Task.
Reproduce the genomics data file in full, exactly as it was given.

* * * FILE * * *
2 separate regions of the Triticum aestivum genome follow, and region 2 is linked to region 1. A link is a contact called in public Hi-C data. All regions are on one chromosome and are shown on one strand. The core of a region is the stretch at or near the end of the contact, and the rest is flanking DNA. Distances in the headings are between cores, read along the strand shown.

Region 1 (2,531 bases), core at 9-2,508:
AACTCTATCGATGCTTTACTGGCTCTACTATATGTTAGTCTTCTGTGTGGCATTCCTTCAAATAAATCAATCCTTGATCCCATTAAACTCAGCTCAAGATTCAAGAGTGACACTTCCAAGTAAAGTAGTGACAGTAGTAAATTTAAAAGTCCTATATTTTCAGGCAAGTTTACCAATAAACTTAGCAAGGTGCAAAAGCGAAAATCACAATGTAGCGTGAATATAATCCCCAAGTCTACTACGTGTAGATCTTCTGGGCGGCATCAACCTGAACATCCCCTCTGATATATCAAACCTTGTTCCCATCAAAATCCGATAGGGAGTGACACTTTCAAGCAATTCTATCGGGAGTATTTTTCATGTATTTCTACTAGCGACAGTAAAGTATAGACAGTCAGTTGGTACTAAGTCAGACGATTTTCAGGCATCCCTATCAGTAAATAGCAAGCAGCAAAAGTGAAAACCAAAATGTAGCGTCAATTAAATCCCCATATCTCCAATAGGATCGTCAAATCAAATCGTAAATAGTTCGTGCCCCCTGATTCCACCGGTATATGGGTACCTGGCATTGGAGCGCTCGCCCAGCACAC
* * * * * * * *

2 separate regions of the Triticum aestivum genome follow, and region 2 is linked to region 1. A link is a contact called in public Hi-C data. All regions are on one chromosome and are shown on one strand. The core of a region is the stretch at or near the end of the contact, and the rest is flanking DNA. Distances in the headings are between cores, read along the strand shown.

Region 1 (2,531 bases), core at 9-2,508:
AACTCTATCGATGCTTTACTGGCTCTACTATATGTTAGTCTTCTGTGTGGCATTCCTTCAAATAAATCAATCCTTGATCCCATTAAACTCAGCTCAAGATTCAAGAGTGACACTTCCAAGTAAAGTAGTGACAGTAGTAAATTTAAAAGTCCTATATTTTCAGGCAAGTTTACCAATAAACTTAGCAAGGTGCAAAAGCGAAAATCACAATGTAGCGTGAATATAATCCCCAAGTCTACTACGTGTAGATCTTCTGGGCGGCATCAACCTGAACATCCCCTCTGATATATCAAACCTTGTTCCCATCAAAATCCGATAGGGAGTGACACTTTCAAGCAATTCTATCGGGAGTATTTTTCATGTATTTCTACTAGCGACAGTAAAGTATAGACAGTCAGTTGGTACTAAGTCAGACGATTTTCAGGCATCCCTATCAGTAAATAGCAAGCAGCAAAAGTGAAAACCAAAATGTAGCGTCAATTAAATCCCCATATCTCCAATAGGATCGTCAAATCAAATCGTAAATAGTTCGTGCCCCCTGATTCCACCGGTATATGGGTACCTGGCATTGGAGCGCTCGCCCAGCACAC